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Research seeks a new weapon for winegrowers

19 October, 2012

New research at Charles Sturt University (CSU) in Orange will attempt to find new ways to protect Australia's vineyards from two of the wine industry's biggest scourges — the pathogenic fungus Botrytis cinerea, and the herbivore pest Light Brown Apple Moth.

The Botrytis fungus produces one of two types of infection in grapes; the first, called 'noble rot', is allowed by winemakers to partly desiccate the fruit in order to produce sweet wines while the second, called 'grey mould', destroys the fruit and ruins the crop.

The moth is native to Australia and infestations in vineyards are often associated with grey mould, since the caterpillars which feed on the vines and fruit leave wounds which provide entry points for any fungus present in the environment or carried on the caterpillar itself.

Now CSU researcher, Syed Rizvi, is in the early stages of a study he hopes will arm winegrowers with a new, natural weapon to defend their vines against both pests while reducing the amount of herbicide and fungicides used on the grapes.

"The aim of this study will be to look for the natural defence compounds produced by the vine in order to combat both the moth and the mould, and which could be used as an alternative to fungicides and pesticides in the future," Rizvi said.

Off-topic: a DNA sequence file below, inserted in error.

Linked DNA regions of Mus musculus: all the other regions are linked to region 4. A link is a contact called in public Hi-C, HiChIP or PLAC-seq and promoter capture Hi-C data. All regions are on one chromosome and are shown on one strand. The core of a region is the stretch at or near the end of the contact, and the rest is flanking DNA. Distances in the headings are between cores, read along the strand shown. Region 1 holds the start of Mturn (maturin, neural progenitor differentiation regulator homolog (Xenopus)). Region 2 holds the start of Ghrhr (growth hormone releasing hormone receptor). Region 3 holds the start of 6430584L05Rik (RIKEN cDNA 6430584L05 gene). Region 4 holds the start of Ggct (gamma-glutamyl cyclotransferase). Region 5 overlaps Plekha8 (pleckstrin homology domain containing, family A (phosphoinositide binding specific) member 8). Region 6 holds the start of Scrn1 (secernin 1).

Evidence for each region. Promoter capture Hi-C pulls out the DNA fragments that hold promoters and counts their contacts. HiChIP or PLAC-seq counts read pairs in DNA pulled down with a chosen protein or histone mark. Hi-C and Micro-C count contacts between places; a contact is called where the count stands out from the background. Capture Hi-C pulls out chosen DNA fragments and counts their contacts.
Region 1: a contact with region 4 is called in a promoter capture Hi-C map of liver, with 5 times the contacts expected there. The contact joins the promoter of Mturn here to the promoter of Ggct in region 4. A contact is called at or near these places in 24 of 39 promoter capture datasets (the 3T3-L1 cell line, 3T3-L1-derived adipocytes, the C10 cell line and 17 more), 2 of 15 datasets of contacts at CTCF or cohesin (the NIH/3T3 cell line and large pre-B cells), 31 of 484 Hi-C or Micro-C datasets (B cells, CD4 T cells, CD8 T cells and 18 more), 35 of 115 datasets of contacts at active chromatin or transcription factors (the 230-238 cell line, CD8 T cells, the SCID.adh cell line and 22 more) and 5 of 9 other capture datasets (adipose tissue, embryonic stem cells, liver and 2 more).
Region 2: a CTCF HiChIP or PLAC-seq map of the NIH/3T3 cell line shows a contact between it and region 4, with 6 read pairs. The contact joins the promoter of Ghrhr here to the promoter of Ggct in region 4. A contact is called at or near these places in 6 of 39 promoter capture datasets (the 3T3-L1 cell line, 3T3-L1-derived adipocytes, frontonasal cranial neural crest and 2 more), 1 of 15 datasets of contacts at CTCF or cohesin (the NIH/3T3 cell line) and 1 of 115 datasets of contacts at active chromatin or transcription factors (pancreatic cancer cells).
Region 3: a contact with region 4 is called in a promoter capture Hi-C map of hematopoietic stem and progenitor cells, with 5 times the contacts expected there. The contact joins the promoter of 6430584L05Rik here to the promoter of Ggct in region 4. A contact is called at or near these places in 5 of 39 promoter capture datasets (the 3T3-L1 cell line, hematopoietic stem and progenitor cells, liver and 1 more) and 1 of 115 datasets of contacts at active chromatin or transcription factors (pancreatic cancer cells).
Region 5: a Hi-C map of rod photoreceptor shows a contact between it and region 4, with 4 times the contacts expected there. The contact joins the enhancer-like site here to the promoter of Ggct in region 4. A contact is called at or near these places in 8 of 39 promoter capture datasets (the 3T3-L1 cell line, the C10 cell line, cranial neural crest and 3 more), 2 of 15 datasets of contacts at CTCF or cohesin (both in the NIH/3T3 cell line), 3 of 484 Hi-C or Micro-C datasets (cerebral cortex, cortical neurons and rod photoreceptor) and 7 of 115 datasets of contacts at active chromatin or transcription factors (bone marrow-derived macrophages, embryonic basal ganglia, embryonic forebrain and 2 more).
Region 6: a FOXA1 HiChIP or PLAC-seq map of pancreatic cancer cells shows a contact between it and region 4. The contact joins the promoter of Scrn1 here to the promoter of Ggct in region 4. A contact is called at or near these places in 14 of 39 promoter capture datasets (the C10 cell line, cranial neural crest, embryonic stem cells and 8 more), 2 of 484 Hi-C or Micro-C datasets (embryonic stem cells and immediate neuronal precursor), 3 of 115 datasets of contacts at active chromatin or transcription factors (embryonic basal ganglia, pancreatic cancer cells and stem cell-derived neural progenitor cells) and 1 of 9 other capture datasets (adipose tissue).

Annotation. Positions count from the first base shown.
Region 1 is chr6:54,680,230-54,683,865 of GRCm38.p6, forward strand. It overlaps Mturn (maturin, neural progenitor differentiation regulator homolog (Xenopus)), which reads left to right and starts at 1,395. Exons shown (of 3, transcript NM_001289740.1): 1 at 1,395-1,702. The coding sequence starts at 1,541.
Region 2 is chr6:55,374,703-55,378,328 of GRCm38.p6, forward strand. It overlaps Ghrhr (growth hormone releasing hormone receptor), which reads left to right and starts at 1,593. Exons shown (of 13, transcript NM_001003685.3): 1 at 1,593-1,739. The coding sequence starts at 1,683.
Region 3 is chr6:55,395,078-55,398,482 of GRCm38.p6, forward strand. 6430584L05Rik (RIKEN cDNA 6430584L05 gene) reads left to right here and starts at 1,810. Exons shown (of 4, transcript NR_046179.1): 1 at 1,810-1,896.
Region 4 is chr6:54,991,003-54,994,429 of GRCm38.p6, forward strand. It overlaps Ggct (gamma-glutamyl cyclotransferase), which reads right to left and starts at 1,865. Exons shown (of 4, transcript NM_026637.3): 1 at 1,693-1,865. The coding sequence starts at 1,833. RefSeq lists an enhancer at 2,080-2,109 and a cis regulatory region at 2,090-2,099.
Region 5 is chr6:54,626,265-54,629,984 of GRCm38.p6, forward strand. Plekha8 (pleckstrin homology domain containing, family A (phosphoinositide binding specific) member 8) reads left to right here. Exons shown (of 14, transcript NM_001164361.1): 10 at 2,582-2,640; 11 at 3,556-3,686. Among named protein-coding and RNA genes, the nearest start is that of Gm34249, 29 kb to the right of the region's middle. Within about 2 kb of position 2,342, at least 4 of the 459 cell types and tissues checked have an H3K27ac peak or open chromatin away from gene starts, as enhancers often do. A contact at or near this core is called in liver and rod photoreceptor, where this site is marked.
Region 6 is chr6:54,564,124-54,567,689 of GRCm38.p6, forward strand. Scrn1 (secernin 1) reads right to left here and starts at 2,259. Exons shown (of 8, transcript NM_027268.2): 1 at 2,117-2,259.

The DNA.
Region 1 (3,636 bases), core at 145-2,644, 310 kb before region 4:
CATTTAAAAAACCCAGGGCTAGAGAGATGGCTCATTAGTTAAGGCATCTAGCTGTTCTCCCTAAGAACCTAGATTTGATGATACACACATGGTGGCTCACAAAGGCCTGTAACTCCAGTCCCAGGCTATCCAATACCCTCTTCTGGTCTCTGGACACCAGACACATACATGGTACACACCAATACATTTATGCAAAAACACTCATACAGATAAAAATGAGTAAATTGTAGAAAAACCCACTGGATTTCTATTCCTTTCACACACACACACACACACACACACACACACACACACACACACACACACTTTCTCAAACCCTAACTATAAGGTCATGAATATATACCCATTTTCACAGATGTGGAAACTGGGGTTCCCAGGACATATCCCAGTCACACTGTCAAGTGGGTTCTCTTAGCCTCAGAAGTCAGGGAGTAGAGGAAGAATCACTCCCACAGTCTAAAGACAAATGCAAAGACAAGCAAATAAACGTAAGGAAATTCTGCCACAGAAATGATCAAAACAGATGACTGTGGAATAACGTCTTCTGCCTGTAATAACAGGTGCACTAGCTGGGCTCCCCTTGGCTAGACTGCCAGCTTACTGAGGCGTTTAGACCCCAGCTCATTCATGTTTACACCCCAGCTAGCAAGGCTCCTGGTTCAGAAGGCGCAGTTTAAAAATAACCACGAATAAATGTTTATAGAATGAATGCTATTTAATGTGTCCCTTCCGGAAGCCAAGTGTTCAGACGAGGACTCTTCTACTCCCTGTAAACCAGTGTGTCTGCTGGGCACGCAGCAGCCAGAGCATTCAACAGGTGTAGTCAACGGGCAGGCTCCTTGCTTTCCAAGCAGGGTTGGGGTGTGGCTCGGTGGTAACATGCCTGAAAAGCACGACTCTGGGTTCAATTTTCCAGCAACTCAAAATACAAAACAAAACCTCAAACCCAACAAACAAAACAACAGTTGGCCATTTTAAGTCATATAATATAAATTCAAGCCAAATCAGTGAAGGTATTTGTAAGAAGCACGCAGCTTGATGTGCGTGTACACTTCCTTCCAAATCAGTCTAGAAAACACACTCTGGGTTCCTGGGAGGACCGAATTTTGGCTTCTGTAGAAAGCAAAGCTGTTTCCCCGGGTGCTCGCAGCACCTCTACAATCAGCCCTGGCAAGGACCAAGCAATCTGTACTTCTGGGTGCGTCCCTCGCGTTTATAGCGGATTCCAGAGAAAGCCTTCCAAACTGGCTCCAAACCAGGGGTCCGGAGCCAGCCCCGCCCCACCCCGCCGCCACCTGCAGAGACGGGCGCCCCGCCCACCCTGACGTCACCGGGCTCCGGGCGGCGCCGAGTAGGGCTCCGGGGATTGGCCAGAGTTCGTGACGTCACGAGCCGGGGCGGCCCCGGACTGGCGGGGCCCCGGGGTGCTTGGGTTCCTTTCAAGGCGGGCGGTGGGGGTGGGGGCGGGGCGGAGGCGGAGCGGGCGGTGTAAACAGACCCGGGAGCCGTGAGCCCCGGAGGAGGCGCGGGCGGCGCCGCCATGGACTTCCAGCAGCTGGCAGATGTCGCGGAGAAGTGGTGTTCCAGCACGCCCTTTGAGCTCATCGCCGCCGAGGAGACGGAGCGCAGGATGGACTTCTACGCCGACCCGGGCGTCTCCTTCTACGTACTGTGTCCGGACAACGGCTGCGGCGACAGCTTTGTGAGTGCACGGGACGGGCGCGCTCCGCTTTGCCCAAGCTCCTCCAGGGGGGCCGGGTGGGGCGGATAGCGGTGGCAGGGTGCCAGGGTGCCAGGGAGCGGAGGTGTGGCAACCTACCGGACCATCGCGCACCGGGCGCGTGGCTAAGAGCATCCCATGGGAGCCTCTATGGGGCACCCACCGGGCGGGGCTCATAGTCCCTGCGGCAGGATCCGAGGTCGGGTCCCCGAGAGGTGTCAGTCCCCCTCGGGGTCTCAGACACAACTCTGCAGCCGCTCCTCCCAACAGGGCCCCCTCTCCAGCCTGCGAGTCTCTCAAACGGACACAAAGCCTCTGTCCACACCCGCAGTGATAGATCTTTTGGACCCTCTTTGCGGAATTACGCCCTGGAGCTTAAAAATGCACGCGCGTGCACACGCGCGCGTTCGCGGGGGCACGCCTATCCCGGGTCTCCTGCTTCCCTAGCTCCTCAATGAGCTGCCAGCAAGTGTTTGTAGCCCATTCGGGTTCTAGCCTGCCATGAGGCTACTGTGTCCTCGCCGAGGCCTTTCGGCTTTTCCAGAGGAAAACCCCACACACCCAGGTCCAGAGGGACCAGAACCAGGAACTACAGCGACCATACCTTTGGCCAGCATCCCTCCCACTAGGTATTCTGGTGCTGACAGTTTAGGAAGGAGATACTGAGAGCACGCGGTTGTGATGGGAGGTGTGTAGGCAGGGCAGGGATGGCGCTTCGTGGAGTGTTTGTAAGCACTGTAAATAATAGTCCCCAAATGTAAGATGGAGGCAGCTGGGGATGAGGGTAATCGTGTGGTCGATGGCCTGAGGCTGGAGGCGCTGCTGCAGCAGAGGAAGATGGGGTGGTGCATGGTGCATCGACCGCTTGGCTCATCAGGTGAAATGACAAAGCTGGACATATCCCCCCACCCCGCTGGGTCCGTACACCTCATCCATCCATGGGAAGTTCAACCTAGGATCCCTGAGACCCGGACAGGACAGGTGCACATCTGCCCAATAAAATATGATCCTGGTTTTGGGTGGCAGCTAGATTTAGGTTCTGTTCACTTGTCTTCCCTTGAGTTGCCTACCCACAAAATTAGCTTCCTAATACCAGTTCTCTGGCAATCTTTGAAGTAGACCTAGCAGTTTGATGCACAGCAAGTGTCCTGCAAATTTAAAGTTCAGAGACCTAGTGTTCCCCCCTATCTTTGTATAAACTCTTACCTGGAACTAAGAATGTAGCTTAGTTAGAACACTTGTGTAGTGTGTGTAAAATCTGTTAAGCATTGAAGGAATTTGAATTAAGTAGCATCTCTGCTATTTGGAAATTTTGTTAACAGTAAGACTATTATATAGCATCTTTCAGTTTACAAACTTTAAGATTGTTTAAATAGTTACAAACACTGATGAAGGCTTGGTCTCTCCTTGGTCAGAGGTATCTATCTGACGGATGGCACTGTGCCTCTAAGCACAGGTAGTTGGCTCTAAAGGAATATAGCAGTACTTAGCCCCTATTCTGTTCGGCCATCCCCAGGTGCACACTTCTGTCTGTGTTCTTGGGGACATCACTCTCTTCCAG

The existence of a link between the moth and the mould is commonly accepted by winegrowers, with outbreaks of the moth often associated with increased incidence of grey mould, but the details of that association are not widely understood.

Rizvi said it was only by gaining a more detailed understanding of the association between the two pests that winemakers could hope to find a non-chemical means of defending their crops.

"There has only been a very limited amount of research done to prove there is a link there, and to determine the exact nature of that association," he said.

"The moth is a serious pest for winemakers, not only because of the physical damage the caterpillars do to the crop but also because of the association with grey mould.

"Australian winemakers spend millions of dollars a year on pesticides to keep the moth at bay, and on fungicides to control the grey mould at bay.

"This research will seek to identify the compounds produced by the vines to defend themselves from the herbivore pest and pathogenic fungi and will hopefully help us better understand the nature of the relationship among the moth, the mould and the plant."

Source: Charles Sturt University

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